They are a fixture across New York City, giving shoppers a welcoming smile and a helping hand as they assist cashiers in packing everything from apples to zucchinis.
In many supermarkets, managers treat these baggers as volunteers, not paying them wages and making them rely on tips.
But now, in a new front in the wage-and-hour wars, many baggers are speaking up, insisting that they are employees and should be paid like other supermarket workers. Call it the baggers’ rebellion a rebellion that involves lawsuits, street protests and a boycott.
For eight months last year, Anton Bing, a 34-year-old Brooklyn native, bagged groceries at a Pioneer Supermarket in Brownsville.
"All I got paid was tips," Mr. Bing said. "I worked six hours a day, and I got $25 to $30 a day in tips at most."
His tips averaged $4 to $5 an hour, less than the state minimum wage, which was $6.75 an hour last year, rising to $7.15 on Jan. 1. Mr. Bing, a laid-off carpenter who is getting by with the help of food stamps, said he continued as a bagger because he was having a hard time finding other work.
In early January, he said, the supermarket began paying him an hourly wage, but only after he complained to the New York State attorney general.
Anthony Fernandez, the supermarket’s manager, denied Mr. Bing’s claims, saying his supermarket has always paid its six baggers the proper wage for all hours worked.
In New York, baggers come in many forms. Some, like the newspaper delivery boys of old, begin at the age of 11 or 12, expecting only tips to help them buy candy and soda. Others, like Mr. Bing, become baggers as adults to help make ends meet.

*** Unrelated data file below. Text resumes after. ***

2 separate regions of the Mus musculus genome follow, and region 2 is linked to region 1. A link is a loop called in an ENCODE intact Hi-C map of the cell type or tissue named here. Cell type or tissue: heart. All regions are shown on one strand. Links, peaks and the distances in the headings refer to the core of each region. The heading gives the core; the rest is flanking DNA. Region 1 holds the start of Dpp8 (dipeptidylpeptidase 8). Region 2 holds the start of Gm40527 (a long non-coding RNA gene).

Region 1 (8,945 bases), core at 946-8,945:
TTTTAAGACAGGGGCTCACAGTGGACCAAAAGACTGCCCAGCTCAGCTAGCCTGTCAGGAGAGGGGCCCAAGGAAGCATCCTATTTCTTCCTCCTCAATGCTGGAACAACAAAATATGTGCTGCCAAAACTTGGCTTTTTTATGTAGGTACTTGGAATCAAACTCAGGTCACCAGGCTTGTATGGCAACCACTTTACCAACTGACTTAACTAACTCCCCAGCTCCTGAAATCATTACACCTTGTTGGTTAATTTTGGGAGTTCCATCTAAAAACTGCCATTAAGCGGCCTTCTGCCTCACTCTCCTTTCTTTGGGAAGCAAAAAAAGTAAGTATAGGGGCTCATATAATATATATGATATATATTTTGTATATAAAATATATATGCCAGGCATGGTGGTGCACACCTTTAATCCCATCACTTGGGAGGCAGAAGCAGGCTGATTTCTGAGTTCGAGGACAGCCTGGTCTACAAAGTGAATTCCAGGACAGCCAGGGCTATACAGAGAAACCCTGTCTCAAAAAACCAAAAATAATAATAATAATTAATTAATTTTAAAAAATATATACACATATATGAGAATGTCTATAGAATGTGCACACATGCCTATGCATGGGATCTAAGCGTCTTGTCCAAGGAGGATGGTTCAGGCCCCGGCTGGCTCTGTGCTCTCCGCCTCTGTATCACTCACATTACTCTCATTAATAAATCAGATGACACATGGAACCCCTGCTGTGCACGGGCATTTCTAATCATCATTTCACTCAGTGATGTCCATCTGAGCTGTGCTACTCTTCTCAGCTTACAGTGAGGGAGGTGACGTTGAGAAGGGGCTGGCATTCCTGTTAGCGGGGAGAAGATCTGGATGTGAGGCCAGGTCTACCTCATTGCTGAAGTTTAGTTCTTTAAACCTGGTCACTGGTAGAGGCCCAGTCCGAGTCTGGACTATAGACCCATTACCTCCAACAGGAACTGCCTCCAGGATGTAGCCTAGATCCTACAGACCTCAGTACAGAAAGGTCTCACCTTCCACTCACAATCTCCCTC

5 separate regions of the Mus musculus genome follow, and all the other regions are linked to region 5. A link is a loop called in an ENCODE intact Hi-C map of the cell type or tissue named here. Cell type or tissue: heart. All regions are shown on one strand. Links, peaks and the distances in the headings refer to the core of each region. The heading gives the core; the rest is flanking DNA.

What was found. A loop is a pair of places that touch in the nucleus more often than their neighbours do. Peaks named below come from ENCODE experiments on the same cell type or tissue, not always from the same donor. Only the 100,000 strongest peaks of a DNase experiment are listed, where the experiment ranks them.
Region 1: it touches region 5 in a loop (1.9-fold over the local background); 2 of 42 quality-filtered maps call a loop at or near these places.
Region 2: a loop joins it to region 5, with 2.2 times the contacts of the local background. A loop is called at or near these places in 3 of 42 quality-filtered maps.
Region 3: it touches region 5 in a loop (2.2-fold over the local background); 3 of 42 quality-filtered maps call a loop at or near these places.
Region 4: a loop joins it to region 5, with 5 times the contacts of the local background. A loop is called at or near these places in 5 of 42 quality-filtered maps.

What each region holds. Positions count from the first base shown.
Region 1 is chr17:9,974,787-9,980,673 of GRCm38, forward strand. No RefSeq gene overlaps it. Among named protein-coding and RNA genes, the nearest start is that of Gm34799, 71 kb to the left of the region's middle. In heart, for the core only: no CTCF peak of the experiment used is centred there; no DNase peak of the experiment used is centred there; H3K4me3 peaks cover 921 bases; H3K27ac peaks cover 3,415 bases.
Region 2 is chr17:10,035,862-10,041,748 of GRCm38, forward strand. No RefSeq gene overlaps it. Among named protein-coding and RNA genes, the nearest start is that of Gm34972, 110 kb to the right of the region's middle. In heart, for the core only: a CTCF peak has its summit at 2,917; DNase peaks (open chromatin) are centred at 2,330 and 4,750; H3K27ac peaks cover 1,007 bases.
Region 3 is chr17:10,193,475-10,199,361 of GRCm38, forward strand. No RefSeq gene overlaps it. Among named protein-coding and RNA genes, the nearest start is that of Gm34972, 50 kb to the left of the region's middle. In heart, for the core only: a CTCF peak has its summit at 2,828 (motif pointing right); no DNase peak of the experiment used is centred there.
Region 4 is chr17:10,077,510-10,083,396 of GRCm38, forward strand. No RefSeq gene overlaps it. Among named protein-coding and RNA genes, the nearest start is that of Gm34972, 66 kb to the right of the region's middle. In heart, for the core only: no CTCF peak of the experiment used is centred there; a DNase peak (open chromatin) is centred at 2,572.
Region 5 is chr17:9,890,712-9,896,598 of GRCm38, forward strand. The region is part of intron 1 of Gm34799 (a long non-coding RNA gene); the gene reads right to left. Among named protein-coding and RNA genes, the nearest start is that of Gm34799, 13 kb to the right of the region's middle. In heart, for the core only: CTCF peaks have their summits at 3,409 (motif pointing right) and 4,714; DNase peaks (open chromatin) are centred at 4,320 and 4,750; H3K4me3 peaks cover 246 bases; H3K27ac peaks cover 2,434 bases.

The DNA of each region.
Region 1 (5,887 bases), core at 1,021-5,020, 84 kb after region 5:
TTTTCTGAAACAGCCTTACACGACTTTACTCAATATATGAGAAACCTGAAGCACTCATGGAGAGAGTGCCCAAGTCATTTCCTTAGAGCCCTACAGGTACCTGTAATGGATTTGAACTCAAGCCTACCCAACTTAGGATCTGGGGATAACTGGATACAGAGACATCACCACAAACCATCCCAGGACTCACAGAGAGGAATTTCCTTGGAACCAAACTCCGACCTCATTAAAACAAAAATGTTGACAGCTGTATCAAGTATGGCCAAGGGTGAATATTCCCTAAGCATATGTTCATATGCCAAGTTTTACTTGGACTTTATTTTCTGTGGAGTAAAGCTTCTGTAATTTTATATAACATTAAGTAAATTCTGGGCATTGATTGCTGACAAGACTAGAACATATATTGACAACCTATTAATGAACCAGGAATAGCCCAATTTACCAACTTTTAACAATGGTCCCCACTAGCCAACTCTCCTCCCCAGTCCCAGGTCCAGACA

"In the past we saw this just as a summertime problem involving kids, but more and more we’re seeing adults not getting paid for working as baggers," said Patricia Smith, former director of the attorney general’s labor bureau and now Gov. Eliot Spitzer‘s nominee to be labor commissioner.
(Make the Road by Walking members) Ramon and Tomacina Nuñez said they encountered a tips-only policy while working at an Associated Supermarket in Bushwick, Brooklyn.
"On days it was slow, I’d make $10, 12, $14, $16, and when it was busier, I’d make $26 or $30," said Mrs. Nuñez, 70, a Dominican immigrant who said she normally bagged groceries from 8 a.m. to 9 p.m. "Some people would give me pennies and nickels as tips. What could you do but laugh?"
Mrs. Nuñez said she and her 78-year-old husband, Ramon, remained as baggers largely because they have a very ill 37-year-old son in the Dominican Republic who needs money.
"I thought at my age, no one would give me a job better than this," she said.
The Nuñezes said they were fired last fall after they complained to the attorney general’s office. But under pressure from the attorney general and a community group, Make the Road by Walking, the supermarket rehired them and began paying them wages.
Joseph S. Rosenthal, a lawyer for Associated, said: "There are only allegations. There’s no determination of any judicial or administrative body that the allegations are true."
Organizers from the Retail, Wholesale and Department Store Union are visiting dozens of supermarkets to meet with unpaid baggers, to pressure managers to pay them properly and to help rally grocery workers to unionize.
"It’s a big problem, and it seems to be concentrated in the ethnic supermarkets," said Jeff Eichler, the union’s organizing director. "Unfortunately, it’s become an accepted practice in some neighborhoods, partly because enforcement has been minimal."